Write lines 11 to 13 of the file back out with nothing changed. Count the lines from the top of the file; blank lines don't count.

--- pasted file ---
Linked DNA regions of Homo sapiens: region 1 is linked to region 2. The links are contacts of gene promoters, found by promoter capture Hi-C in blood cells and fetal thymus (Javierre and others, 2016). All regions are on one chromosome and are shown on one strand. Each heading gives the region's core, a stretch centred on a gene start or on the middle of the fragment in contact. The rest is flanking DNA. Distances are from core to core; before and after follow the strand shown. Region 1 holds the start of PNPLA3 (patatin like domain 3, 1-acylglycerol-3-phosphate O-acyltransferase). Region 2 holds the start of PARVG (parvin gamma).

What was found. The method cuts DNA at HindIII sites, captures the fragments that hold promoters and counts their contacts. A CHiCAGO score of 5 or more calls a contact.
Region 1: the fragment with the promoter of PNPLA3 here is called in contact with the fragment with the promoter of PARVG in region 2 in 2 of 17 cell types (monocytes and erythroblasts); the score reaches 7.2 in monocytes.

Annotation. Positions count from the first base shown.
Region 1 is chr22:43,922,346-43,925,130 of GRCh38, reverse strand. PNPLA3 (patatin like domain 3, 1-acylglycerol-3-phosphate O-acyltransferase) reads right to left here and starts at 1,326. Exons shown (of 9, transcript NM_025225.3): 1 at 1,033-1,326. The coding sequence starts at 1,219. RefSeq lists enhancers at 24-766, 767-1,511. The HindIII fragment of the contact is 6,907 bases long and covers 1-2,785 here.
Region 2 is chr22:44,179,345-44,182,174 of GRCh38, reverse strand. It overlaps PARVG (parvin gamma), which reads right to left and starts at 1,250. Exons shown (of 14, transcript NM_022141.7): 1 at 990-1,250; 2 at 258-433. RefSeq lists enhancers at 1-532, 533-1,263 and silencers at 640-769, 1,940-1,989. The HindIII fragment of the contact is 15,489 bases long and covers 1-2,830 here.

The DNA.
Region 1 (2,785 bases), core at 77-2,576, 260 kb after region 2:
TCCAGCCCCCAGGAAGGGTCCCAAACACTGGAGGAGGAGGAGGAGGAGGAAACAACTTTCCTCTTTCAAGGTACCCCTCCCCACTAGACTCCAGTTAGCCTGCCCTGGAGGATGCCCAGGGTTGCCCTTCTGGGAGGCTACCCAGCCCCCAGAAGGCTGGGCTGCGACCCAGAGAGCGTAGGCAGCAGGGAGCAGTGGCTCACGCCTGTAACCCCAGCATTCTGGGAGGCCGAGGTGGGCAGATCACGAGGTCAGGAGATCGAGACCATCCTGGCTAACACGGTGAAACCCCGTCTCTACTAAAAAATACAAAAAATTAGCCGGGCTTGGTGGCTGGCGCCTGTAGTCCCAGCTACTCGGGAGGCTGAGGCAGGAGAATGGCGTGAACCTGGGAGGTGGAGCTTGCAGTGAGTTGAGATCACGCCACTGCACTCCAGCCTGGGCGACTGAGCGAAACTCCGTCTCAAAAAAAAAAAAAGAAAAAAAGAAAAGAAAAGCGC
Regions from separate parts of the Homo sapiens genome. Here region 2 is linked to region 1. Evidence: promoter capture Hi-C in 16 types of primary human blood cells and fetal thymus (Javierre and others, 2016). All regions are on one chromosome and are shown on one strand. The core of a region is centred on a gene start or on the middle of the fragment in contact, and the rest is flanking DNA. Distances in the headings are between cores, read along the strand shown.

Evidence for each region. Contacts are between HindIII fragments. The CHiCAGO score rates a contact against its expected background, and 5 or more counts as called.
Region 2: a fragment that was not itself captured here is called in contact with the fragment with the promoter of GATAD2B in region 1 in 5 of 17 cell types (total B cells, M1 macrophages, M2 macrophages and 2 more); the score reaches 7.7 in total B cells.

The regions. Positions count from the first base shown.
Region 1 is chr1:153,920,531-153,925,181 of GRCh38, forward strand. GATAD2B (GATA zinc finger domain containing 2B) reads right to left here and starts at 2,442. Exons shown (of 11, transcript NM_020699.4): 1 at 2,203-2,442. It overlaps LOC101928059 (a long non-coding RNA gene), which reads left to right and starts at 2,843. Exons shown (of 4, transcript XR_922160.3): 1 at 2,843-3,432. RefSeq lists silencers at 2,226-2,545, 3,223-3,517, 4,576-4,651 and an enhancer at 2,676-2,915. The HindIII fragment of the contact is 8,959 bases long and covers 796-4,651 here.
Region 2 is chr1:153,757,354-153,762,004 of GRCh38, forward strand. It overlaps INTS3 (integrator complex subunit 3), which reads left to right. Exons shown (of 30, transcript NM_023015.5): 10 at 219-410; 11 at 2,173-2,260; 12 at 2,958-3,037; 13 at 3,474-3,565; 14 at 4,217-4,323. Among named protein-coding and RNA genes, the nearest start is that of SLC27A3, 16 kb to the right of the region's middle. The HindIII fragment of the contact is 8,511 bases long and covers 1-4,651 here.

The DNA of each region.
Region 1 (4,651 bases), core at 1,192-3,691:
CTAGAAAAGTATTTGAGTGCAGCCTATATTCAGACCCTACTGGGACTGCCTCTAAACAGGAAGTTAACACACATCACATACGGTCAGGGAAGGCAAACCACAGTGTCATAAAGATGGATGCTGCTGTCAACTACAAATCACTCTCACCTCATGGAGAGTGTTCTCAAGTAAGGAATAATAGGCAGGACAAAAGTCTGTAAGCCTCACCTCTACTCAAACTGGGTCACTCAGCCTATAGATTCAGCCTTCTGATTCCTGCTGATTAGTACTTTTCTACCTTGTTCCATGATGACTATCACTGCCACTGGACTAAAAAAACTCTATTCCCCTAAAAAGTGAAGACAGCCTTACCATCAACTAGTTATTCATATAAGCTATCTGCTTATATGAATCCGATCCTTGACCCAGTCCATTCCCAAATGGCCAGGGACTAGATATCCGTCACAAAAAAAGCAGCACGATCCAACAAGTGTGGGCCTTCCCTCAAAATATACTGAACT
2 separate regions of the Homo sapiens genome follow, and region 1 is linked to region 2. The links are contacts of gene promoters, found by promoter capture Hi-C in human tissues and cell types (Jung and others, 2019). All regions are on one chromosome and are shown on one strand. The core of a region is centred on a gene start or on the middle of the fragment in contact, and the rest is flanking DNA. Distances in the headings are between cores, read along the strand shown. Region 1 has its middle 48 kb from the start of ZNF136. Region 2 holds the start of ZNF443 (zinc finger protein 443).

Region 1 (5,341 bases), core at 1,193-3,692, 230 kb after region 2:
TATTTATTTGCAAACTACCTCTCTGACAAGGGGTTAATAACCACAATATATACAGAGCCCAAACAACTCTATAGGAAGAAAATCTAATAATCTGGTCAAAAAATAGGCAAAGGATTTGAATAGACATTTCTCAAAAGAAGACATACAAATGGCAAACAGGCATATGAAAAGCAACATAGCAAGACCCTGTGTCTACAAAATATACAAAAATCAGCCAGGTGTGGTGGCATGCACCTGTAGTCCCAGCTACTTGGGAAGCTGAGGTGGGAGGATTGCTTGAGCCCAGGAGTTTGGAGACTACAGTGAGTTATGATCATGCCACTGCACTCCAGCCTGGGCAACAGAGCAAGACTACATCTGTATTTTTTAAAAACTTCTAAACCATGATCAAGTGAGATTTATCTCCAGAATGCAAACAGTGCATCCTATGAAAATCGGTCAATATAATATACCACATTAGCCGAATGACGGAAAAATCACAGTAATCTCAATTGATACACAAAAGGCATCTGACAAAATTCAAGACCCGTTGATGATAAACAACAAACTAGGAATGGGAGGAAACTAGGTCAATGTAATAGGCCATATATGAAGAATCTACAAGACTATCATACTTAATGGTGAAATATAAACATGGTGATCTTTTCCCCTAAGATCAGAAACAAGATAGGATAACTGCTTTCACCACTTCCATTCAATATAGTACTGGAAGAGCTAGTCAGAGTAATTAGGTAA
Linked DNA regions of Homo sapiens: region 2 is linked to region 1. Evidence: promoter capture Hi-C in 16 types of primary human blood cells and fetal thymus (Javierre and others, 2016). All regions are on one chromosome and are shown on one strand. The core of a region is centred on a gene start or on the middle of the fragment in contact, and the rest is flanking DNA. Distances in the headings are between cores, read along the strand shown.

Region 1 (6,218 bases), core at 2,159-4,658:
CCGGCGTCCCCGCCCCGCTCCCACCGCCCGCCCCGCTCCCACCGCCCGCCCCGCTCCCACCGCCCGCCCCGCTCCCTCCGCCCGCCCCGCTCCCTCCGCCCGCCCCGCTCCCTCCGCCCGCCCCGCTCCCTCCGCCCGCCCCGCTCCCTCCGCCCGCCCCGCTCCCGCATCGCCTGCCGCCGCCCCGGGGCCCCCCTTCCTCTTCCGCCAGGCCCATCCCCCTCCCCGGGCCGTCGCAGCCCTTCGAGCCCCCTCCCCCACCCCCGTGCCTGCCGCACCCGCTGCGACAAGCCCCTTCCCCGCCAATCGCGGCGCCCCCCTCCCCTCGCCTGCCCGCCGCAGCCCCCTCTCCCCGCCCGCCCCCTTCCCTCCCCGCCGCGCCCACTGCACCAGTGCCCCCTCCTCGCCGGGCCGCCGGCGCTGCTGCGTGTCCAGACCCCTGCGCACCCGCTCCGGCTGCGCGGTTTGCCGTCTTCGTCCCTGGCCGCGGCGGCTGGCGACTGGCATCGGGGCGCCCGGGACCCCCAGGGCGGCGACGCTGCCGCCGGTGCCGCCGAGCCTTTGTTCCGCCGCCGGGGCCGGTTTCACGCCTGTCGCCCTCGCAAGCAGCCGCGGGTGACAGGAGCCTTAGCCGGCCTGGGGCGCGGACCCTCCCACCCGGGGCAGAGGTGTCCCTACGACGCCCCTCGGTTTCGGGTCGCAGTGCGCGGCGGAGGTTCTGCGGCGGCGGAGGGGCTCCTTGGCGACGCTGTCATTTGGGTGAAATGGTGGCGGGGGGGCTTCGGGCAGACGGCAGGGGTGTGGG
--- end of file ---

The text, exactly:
Evidence for each region. Contacts are between HindIII fragments. The CHiCAGO score rates a contact against its expected background, and 5 or more counts as called.
Region 2: a fragment that was not itself captured here is called in contact with the fragment with the promoter of GATAD2B in region 1 in 5 of 17 cell types (total B cells, M1 macrophages, M2 macrophages and 2 more); the score reaches 7.7 in total B cells.

The regions. Positions count from the first base shown.